The second of a number of feature films spun off from the hit TV series The Man from UNCLE, this lazy effort comprises situations from previously aired episodes (the two-part ‘The Alexander Affair’ which opened the series’ 1965-1966 TV season) and the result is, unsurprisingly, most unsatisfactory.
As Napoleon Solo and Illya Kuryakin, Robert Vaughn and David McCallum have the film stolen from under their noses by the excellent Rip Torn, who throws restraint to the wind as yet another megalomaniac intent on becoming ruler of the world.
Solo and Kuryakin are given their assignment when a new type of gas (called BG30) is stolen from an army biological warfare establishment.
It is called ‘will gas’ because it deprives those who come in contact with it of their will to resist opposition.
It is stolen by wealthy Mr Alexander (Torn) whose overriding ambition in life is to take control of the world and become Alexander The Greater . . . breaking all the Ten Commandments in the process.
While Solo is given the task of tracking him down, Kuryakin gets the job of solving the mystery as to why Alexander left behind him at the scene of the theft an ancient slab of stone bearing a figure 8.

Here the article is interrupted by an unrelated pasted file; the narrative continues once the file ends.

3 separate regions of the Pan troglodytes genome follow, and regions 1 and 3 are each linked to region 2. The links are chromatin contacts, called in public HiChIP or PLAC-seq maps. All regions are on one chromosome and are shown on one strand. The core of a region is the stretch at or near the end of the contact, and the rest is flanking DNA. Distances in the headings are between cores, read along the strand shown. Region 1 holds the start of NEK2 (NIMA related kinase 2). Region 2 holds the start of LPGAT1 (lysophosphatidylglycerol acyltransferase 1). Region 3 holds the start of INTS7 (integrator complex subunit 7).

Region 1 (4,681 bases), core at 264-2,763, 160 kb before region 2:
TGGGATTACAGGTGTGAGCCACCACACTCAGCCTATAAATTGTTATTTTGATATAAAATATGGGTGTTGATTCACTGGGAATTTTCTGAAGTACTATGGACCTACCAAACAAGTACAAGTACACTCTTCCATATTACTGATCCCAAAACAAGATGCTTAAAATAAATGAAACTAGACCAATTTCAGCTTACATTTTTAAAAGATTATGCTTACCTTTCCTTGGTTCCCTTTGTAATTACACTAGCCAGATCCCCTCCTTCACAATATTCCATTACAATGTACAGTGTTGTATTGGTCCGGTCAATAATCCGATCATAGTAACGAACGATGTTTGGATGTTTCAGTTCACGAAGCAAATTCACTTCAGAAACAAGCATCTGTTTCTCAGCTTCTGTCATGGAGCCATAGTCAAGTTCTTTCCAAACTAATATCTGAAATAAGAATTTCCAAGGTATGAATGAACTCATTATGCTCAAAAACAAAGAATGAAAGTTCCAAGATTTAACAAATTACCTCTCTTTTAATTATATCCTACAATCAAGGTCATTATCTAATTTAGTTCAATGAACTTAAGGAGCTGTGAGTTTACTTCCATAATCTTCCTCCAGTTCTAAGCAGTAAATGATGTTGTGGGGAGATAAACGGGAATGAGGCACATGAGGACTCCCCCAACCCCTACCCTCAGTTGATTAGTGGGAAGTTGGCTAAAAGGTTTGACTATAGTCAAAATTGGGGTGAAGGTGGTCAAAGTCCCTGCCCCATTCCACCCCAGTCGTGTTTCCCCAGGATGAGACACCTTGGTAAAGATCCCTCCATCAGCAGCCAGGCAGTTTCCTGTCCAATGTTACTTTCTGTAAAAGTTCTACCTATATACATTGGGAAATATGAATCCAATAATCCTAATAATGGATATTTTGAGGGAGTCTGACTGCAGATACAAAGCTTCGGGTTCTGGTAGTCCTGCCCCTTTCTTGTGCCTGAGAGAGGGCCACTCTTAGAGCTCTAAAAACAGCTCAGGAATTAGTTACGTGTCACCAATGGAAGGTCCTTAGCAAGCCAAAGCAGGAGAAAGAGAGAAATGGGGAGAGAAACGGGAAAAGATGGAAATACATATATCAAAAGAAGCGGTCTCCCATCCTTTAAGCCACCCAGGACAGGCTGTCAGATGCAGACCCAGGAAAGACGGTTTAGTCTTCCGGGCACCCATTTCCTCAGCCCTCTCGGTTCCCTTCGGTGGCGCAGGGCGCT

The tracks of both lead them to a Greek tomb on the island of Minos from which the slab of stone has been taken, and find themselves there with Alexander’s ex-wife (kooky Dorothy Provine) who is after him for a different reason – to regain a million dollars she turned over to him when they were married.
Alexander is waiting for them inside the labyrinthine tomb and subjects them to hair-raising experiences among meandering corridors and sliding walls before he traps them in the main chamber.
Here he plans to kill them in the manner of old Greek custom – Solo tied beneath a slowly descending scimitar, and the other two suspended above a bottomless pit by a rope being burnt by a candle flame.
There are some hilarious dices with death along the way, but at 101 minutes it’s far too long for a cut-and-paste job.
Leo G Carroll